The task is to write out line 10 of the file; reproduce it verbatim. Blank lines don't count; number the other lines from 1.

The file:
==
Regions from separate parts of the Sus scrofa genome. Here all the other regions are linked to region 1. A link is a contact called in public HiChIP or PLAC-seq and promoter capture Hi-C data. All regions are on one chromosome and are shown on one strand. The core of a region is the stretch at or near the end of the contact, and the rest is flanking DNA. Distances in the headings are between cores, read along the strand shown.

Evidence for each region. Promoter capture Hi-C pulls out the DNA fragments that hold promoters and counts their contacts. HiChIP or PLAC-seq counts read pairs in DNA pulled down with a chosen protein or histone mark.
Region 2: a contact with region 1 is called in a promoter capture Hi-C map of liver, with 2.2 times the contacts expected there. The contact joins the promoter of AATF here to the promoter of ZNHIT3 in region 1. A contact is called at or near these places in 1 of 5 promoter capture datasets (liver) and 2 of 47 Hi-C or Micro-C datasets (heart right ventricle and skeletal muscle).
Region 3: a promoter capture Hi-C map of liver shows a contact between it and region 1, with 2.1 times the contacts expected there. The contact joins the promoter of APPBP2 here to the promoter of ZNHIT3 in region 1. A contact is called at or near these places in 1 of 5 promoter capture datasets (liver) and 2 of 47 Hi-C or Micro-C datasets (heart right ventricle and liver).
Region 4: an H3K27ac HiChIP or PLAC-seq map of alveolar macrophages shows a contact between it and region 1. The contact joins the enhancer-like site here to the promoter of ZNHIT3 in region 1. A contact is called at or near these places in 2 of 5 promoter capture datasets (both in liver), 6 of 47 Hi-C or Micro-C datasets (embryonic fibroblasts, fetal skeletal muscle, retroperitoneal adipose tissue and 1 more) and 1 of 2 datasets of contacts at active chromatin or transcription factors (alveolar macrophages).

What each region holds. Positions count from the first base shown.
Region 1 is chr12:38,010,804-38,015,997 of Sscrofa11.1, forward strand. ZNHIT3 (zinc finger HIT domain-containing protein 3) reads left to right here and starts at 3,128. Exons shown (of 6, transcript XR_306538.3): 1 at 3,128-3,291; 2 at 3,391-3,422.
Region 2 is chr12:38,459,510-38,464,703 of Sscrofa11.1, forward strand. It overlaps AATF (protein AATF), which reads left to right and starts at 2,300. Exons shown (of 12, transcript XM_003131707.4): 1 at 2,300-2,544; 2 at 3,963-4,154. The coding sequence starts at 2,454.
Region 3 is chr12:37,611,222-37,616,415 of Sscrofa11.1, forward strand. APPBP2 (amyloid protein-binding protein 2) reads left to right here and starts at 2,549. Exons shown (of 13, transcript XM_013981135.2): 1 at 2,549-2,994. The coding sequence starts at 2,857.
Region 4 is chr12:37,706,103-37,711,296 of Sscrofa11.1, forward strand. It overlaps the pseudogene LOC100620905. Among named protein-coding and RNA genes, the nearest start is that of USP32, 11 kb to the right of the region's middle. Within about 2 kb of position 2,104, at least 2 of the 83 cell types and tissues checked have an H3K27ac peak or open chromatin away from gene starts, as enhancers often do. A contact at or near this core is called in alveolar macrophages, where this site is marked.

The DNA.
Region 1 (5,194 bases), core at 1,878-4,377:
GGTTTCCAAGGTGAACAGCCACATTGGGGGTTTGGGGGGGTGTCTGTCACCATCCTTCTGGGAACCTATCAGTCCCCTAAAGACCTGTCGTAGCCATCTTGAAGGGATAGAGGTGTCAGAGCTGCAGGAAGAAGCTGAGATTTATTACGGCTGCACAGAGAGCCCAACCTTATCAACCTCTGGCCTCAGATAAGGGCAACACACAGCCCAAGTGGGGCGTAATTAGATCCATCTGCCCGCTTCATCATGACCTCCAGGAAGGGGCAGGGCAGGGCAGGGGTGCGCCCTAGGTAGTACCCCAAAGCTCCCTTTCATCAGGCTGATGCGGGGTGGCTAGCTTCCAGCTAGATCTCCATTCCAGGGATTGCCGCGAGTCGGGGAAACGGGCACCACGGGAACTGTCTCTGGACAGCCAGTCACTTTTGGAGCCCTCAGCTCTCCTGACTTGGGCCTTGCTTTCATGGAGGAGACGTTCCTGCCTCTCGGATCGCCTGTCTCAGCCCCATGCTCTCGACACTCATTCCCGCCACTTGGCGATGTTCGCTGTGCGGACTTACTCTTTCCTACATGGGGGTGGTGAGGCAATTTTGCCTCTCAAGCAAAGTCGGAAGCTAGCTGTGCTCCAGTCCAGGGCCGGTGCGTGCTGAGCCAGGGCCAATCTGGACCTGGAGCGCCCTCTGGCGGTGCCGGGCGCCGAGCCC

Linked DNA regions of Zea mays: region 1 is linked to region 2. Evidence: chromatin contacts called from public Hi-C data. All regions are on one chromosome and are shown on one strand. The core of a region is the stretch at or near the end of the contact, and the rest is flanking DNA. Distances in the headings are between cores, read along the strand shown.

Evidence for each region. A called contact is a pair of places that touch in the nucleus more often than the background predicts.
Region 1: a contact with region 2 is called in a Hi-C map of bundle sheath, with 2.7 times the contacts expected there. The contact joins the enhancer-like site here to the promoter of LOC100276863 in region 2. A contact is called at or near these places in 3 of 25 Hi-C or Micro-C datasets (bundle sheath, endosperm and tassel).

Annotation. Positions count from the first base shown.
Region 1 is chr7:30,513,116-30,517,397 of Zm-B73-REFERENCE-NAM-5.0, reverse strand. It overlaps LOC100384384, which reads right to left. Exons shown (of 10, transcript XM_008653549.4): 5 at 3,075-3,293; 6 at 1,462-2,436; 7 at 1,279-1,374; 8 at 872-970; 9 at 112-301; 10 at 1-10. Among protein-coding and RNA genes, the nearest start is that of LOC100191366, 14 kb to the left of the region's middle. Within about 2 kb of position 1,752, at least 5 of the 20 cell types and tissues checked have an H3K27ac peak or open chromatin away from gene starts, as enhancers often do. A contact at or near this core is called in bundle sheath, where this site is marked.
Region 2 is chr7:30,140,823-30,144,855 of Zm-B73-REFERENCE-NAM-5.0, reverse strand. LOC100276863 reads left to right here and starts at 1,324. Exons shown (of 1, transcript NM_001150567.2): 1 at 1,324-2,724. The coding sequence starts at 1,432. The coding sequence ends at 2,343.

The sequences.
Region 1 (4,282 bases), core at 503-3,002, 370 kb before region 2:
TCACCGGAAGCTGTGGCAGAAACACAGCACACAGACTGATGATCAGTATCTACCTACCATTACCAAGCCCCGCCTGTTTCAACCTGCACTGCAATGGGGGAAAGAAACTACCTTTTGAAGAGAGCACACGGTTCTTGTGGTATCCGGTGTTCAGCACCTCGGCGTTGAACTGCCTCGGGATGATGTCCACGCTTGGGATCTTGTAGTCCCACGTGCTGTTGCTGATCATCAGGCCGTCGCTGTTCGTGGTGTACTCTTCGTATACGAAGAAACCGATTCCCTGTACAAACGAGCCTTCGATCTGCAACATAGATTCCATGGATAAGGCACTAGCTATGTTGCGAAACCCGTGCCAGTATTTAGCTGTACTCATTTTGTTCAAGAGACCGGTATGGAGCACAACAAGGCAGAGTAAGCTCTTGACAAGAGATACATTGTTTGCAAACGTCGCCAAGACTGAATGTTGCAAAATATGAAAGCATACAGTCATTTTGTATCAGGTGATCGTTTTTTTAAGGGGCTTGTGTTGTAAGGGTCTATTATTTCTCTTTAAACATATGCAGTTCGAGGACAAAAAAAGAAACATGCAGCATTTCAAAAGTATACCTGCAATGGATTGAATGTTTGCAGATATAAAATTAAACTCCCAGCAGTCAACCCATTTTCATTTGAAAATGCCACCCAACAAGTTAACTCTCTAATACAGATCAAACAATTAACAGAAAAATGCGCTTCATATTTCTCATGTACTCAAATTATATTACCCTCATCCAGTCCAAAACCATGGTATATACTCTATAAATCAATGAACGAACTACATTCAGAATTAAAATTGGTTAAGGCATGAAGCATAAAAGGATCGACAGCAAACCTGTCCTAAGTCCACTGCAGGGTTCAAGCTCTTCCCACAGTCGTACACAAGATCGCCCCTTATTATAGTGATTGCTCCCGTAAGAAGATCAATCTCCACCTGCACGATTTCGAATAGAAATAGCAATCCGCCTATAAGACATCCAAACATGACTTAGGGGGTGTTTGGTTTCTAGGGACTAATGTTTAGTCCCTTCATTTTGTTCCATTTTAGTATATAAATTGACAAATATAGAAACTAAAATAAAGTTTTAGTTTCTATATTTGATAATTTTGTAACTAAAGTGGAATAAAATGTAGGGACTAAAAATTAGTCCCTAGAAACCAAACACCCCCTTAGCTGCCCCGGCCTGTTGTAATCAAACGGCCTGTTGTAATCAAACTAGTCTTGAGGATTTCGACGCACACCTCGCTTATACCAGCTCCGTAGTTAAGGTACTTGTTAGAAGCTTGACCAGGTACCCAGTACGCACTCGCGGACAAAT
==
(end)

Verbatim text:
Region 4 is chr12:37,706,103-37,711,296 of Sscrofa11.1, forward strand. It overlaps the pseudogene LOC100620905. Among named protein-coding and RNA genes, the nearest start is that of USP32, 11 kb to the right of the region's middle. Within about 2 kb of position 2,104, at least 2 of the 83 cell types and tissues checked have an H3K27ac peak or open chromatin away from gene starts, as enhancers often do. A contact at or near this core is called in alveolar macrophages, where this site is marked.